Inside the Collection

Droog: Dutch for dry

Droog chest of drawers
Collection: Powerhouse Museum

Droog = WYSIWYG (“What you see is what you get”)
Droog = IYF (“In your face”)
Droog = Dutch for dry

In this day and age of acronyms, colloquialisms, abbreviations and computer speak; things aren’t always what they seem. As for Droog, however, its design speak is presented on a plate, with a few witty undertones and superfluous comic references to boot.

Droog is a Dutch conceptual design company (referred to this way for its “no nonsense, down to earth design mentality”), which was co-founded by Renny Ramakers and Gijs Bakkers in 1993. Droog is literally the Dutch word for “dry”. They emerged out of the Memphis group, an Italian design and architecture movement led by Ettore Sottsass in the 1980s (which was characterised by unconventional shapes, colours and creations), but unlike their earlier counterparts, differentiated themselves with their ‘droog’ humour. The name ‘Memphis’ was inspired by Bob Dylan’s song Stuck Inside of Mobile with the Memphis Blues Again!

Droog is known for supporting emerging Dutch designers (and now harnessing the talents of more established ones), such as Tejo Remy (born 1960), who designed ‘You can’t lay down your memory’ chest of drawers, one of Droog’s best known design products, in 1991. It was showcased for Droog at the 1993 Milan Furniture Fair, along with the works of Hella Jongerius and Marcel Wanders, and this is where Droog really made their mark on the international furniture and design scene. The chest consists of 20 individual recycled drawers bound together by a luggage strap. Each chest designed by Remy and made by Droog is different – each individual drawer is a different size, style or colour and can be placed in a different position every time it is assembled.

Droog chest of drawers, detail
Collection: Powerhouse Museum

The chest of drawers gives a new meaning and purpose to recycling in design and was indeed one of the first design pieces to do this. Each drawer represents a pre-loved object, which conjures up its own imagery associated with a particular room of a house in which that drawer might have belonged; who owned it; what was kept inside and why they decided to get rid of it? Certain memories, associations and imaginings are inextricably attached and demonstrate the power that even inanimate objects have in transcending emotions and thought. It points the finger at consumption and over-production and quite fittingly, is not something which can easily be mass produced itself! There is, in fact, quite a lot in common with Remy’s work and the concept of Dadaism.

Droog chest of drawers back view
Collection: Powerhouse Museum

As stamped on the back, this is the 81st chest of drawers designed by Remy for Droog and the latest chest made at the time the Museum acquired it in 2007 (which averages to about 4 or 5 being made every year!). If you look at some of the examples in other Museums’ permanent collections, like MOMA, High Museum of Art Atlanta and the Brooklyn Museum, you can see just how unique each chest is. Perhaps, of even more interest, is the chest’s installation which was recorded by the High Museum of Art Atlanta in 2008. Installation of Remy’s chest of drawers (1 of 3)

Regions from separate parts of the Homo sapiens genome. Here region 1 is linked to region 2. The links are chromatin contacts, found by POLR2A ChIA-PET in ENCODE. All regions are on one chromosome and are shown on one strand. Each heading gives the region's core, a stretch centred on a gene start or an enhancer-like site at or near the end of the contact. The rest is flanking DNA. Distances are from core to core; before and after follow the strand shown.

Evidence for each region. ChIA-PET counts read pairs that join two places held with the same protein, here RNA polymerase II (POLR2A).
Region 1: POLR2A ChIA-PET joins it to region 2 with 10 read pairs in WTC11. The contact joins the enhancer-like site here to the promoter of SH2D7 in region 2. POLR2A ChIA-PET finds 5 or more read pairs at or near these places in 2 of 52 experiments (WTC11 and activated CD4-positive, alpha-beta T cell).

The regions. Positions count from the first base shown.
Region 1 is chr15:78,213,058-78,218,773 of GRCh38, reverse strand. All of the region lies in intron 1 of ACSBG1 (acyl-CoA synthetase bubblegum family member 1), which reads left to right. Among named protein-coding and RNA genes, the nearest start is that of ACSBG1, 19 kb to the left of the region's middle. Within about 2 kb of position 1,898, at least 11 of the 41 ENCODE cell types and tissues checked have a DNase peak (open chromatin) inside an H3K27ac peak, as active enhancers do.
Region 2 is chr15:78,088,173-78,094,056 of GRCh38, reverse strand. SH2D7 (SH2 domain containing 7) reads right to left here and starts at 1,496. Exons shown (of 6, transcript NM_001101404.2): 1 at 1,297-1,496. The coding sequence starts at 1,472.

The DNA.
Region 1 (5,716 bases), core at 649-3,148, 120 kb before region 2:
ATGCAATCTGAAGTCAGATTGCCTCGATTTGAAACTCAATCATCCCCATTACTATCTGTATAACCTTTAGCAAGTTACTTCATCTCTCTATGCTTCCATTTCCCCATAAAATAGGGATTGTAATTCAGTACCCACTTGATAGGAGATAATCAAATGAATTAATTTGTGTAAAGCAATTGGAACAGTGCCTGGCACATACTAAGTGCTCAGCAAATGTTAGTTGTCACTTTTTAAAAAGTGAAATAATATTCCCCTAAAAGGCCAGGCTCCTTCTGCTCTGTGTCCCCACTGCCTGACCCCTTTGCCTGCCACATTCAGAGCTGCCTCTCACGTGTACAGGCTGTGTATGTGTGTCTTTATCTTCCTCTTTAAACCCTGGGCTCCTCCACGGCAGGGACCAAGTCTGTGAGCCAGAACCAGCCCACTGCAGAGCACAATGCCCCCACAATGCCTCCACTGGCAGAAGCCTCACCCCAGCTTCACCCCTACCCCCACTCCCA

‘You can’t lay down your chest of memories’ is currently on display in the Museum’s Inspired! exhibition.

3 responses to “Droog: Dutch for dry

  • Thanks. This is one of my favourite items you have on display.

    Due to the fact that the drawers can be reassembled in any order, to what degree do you ascribed authorship to the person who assembles the drawers, and the order and pattern in which they are assembled.

    Tejo Remy has said they may be assembled in any order, and the owners may add to them. So, how much design and art is in the assembly?

    • Hi Bob
      I don’t think authorship really comes into it. It’s a rather conceptual design piece which means there is no order or pattern to its assemblage. Our particular display, as it is now, is the first time we had assembled and installed it and at the time it was overseen by our former furniture curator. It’s possible it was reassembled the way it was when we first saw it, but I can’t be certain. I guess you could say the design of this object is constantly evolving – every time it is taken off display, put into storage or displayed elsewhere something can change. So, that’s why I made the comparison to Dadaism and I guess in a way we can also compare the object to performance art and other installations – it’s the idea behind the piece and the freedom to change it which makes it so interesting.

  • That’s a great question Bob! Unfortunately, the installation of Remy’s drawers in our Inspired! exhibition was before my time at the Museum. I will get back to you soon about the nature of how our one was assembled.

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